To Your Health
I want to try a supplement of DHEA. Is it worth paying extra for 7-keto DHEA, since I've heard it has less chance of side effects?
A. Before you try either DHEA (or DeHydroEpiAndrosterone) or 7-keto-DHEA (also known as 7-oxo-DHEA) you should be very sure you don't have one of the hormone-sensitive cancers. In men, these cancers are usually prostate cancer or less often testicular cancer. In women, breast, ovarian, or endometrial cancers are most responsive to hormones, but in practice estrogen can promote cancer at other sites as well.
DHEA and 7-keto-DHEA are hormones. The Food and Drug Administration (FDA) banned sales of nonprescription DHEA in 1985, but the ban was lifted with the passage of the Dietary Supplement Health and Education Act of 1994. This law allows certain substances to be sold for human consumption without FDA approval, as long as they are marketed as "dietary supplements" and not labeled for a particular use like prescription drugs. 7-keto-DHEA came on the market much more recently and research is still insufficient in many ways. Theoretically, 7-keto-DHEA is superior to DHEA in most applications because it will not convert to estrogen in women or testosterone in men, yet retains many of the benefits of DHEA. The price tag for 7-keto-DHEA is about three times that of plain DHEA.
Once you and your physician are satisfied that either DHEA or 7-keto-DHEA is safe to try, you need to decide on a dose. Dosage is highly individual, and a blood or saliva DHEA test prior to supplementation would help decide not only the dose but also whether or not you really need a supplement. Our bodies produce most DHEA during the morning hours, so that is the time to test, and also supplementation is best done at this time. Ordinarily, men or women under 35 years of age produce sufficient DHEA, 1-2 mg per day on average, and rarely benefit from supplements.
The dosage you use depends on your reason for using DHEA. When it is used to slow the aging process or to improve memory, which means you would probably be using it for many months or years, as little as 1 to 5 mg per day may be sufficient. Women should use about 20% less than men, both because they are generally smaller than men are and because many women already tend toward estrogen excess, which might be aggravated by DHEA supplements.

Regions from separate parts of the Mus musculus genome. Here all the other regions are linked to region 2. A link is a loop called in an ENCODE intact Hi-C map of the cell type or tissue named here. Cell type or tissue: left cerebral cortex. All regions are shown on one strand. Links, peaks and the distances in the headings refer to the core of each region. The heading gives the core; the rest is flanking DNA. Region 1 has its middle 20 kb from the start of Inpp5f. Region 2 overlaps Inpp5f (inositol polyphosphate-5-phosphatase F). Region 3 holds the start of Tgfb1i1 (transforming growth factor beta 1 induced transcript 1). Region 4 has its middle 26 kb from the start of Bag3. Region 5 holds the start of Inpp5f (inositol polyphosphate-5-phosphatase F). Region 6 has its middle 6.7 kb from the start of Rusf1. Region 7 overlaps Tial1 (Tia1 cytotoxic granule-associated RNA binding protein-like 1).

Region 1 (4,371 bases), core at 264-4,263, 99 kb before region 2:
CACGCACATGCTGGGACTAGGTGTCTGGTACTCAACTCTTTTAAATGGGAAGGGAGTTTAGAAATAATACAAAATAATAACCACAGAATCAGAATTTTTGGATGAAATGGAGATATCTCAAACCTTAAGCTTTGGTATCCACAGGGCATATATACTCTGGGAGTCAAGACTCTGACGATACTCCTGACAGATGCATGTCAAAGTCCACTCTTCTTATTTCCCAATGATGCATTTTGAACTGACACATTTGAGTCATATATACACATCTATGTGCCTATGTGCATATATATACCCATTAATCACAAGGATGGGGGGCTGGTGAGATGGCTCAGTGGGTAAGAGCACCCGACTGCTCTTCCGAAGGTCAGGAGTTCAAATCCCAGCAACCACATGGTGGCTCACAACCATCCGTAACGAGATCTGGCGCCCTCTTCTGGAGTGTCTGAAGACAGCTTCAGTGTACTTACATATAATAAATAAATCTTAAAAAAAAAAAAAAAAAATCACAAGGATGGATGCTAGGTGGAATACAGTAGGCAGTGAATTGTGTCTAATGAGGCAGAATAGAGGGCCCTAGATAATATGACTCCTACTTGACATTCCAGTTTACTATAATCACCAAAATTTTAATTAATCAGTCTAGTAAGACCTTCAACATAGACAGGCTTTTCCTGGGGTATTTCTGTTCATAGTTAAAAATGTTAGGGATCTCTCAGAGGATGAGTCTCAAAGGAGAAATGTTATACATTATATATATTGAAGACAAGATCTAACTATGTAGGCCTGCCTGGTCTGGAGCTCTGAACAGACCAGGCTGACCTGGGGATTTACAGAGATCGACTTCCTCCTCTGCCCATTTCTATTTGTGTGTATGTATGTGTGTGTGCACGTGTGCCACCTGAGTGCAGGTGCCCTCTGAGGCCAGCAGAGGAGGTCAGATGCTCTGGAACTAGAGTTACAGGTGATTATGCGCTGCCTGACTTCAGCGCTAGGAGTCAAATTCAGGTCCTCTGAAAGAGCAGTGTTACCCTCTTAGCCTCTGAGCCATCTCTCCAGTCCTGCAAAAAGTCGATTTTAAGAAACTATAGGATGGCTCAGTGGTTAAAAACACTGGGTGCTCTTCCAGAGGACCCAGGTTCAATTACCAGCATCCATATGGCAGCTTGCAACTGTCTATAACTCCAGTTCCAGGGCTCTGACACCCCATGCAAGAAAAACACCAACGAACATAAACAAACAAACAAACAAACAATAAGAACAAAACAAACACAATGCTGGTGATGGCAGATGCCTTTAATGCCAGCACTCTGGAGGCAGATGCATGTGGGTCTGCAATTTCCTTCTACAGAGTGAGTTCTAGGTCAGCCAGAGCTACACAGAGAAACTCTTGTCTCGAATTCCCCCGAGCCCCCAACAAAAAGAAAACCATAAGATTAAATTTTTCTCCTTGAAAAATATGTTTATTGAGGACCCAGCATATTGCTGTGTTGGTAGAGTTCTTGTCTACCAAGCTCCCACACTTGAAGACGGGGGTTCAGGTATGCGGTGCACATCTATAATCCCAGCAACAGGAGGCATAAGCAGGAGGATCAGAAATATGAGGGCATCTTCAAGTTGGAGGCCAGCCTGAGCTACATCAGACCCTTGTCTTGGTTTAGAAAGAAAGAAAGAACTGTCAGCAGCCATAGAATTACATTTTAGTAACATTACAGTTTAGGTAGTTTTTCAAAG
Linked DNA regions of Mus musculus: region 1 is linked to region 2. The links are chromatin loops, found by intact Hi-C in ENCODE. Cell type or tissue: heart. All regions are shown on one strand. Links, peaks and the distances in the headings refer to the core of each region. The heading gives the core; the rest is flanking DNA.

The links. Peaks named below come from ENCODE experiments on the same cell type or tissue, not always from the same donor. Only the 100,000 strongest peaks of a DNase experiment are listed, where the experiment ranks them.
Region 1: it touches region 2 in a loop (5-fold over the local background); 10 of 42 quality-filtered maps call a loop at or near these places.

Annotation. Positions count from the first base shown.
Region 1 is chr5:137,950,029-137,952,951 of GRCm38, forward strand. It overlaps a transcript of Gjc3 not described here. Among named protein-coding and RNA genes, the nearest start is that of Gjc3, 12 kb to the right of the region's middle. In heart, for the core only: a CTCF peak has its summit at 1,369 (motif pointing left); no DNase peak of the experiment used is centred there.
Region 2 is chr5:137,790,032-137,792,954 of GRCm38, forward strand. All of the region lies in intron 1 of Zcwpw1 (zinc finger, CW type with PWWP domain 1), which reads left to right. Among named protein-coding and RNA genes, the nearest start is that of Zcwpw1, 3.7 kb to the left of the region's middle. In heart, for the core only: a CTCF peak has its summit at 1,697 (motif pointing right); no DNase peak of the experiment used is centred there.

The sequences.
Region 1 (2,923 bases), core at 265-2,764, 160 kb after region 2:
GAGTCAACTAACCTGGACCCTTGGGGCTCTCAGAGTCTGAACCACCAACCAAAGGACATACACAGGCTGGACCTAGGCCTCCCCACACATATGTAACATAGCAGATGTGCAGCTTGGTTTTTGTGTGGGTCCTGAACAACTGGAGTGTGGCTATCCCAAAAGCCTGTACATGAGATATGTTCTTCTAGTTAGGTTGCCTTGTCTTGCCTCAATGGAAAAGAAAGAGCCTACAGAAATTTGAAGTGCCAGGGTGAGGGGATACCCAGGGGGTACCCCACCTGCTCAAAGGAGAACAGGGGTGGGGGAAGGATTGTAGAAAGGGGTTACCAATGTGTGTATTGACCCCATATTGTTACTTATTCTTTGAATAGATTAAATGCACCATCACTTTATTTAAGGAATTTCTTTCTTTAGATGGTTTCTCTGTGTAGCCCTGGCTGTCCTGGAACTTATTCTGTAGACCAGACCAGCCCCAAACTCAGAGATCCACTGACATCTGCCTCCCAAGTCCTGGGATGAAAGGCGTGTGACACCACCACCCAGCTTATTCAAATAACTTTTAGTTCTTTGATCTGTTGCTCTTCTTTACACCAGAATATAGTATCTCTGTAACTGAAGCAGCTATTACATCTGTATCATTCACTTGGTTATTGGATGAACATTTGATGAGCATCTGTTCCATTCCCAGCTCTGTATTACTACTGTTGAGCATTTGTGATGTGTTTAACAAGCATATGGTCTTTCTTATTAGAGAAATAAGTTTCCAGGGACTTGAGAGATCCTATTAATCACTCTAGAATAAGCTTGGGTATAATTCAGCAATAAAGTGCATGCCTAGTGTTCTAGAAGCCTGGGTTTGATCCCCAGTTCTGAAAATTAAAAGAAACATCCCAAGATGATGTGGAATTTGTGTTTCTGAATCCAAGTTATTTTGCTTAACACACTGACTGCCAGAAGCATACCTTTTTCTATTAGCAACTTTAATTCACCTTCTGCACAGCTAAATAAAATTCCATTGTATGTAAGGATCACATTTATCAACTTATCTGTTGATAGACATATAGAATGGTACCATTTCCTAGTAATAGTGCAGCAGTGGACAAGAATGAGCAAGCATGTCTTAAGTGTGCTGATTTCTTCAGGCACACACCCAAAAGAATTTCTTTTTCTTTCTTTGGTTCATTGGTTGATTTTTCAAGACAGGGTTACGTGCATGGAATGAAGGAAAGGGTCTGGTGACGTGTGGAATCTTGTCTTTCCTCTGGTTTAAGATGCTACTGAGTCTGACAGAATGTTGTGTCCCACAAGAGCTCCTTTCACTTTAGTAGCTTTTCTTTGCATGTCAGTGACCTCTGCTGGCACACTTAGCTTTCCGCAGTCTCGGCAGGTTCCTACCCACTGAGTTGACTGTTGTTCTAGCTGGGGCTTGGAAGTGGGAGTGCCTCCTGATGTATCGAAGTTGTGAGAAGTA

There may be circumstances in which larger amounts are worth a try. In a recent study with 11 postmenopausal women, 50 mg DHEA daily resulted in dramatic enhancement in natural killer cell activity in all 11 women. Natural killer cells are a key part of the immune system, constantly on the lookout for viruses and cancer cells to destroy. In another study of 14 women with mild to moderate systemic lupus, a serious autoimmune disease, those receiving 200 mg of DHEA daily for three months showed marked improvement compared to the women receiving a placebo. DHEA supplements above 25 mg per day for women are seldom recommended; but since it does not increase estrogen, doses of 7-keto-DHEA as high as 200 mg/day for short periods of time do not appear to cause ill effects. However, lower amounts (5-25 mg/day) may be just as effective because the body rapidly converts high doses into less active forms.
Bear in mind that although neither DHEA nor 7-keto-DHEA requires a prescription, they are steroid hormones. Both show promise of being beneficial when used prudently, but both are powerful substances and their long-term use deserves considerable forethought.